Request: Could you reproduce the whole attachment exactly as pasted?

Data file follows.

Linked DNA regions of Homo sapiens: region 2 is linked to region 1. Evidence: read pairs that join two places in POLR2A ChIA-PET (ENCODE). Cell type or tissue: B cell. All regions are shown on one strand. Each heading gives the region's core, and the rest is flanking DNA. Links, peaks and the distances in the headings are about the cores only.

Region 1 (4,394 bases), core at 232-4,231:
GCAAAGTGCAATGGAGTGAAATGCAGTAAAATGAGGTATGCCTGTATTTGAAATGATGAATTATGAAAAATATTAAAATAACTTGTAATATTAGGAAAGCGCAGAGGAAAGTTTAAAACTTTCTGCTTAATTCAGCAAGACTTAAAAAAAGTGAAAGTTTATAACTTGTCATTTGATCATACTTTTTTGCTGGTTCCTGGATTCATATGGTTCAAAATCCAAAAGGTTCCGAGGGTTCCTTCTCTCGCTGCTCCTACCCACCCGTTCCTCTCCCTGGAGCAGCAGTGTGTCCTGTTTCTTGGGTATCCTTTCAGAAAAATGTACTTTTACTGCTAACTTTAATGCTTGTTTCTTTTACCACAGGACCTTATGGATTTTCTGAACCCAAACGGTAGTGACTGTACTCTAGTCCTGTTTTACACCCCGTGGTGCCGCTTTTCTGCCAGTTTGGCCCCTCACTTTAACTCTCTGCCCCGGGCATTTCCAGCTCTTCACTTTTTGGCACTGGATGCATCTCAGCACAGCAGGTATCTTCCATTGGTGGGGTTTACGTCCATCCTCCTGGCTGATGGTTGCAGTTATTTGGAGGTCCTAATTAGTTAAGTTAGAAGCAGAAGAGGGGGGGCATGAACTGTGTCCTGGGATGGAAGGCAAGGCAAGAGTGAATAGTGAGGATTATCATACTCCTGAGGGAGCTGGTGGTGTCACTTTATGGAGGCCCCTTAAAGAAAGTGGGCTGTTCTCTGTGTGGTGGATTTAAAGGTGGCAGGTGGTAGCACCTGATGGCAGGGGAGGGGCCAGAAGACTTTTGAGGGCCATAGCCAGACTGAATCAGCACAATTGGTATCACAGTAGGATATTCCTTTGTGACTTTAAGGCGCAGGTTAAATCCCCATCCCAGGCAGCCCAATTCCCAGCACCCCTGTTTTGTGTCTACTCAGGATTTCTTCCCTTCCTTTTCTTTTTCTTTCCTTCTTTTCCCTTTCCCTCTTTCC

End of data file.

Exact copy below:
Linked DNA regions of Homo sapiens: region 2 is linked to region 1. Evidence: read pairs that join two places in POLR2A ChIA-PET (ENCODE). Cell type or tissue: B cell. All regions are shown on one strand. Each heading gives the region's core, and the rest is flanking DNA. Links, peaks and the distances in the headings are about the cores only.

Region 1 (4,394 bases), core at 232-4,231:
GCAAAGTGCAATGGAGTGAAATGCAGTAAAATGAGGTATGCCTGTATTTGAAATGATGAATTATGAAAAATATTAAAATAACTTGTAATATTAGGAAAGCGCAGAGGAAAGTTTAAAACTTTCTGCTTAATTCAGCAAGACTTAAAAAAAGTGAAAGTTTATAACTTGTCATTTGATCATACTTTTTTGCTGGTTCCTGGATTCATATGGTTCAAAATCCAAAAGGTTCCGAGGGTTCCTTCTCTCGCTGCTCCTACCCACCCGTTCCTCTCCCTGGAGCAGCAGTGTGTCCTGTTTCTTGGGTATCCTTTCAGAAAAATGTACTTTTACTGCTAACTTTAATGCTTGTTTCTTTTACCACAGGACCTTATGGATTTTCTGAACCCAAACGGTAGTGACTGTACTCTAGTCCTGTTTTACACCCCGTGGTGCCGCTTTTCTGCCAGTTTGGCCCCTCACTTTAACTCTCTGCCCCGGGCATTTCCAGCTCTTCACTTTTTGGCACTGGATGCATCTCAGCACAGCAGGTATCTTCCATTGGTGGGGTTTACGTCCATCCTCCTGGCTGATGGTTGCAGTTATTTGGAGGTCCTAATTAGTTAAGTTAGAAGCAGAAGAGGGGGGGCATGAACTGTGTCCTGGGATGGAAGGCAAGGCAAGAGTGAATAGTGAGGATTATCATACTCCTGAGGGAGCTGGTGGTGTCACTTTATGGAGGCCCCTTAAAGAAAGTGGGCTGTTCTCTGTGTGGTGGATTTAAAGGTGGCAGGTGGTAGCACCTGATGGCAGGGGAGGGGCCAGAAGACTTTTGAGGGCCATAGCCAGACTGAATCAGCACAATTGGTATCACAGTAGGATATTCCTTTGTGACTTTAAGGCGCAGGTTAAATCCCCATCCCAGGCAGCCCAATTCCCAGCACCCCTGTTTTGTGTCTACTCAGGATTTCTTCCCTTCCTTTTCTTTTTCTTTCCTTCTTTTCCCTTTCCCTCTTTCC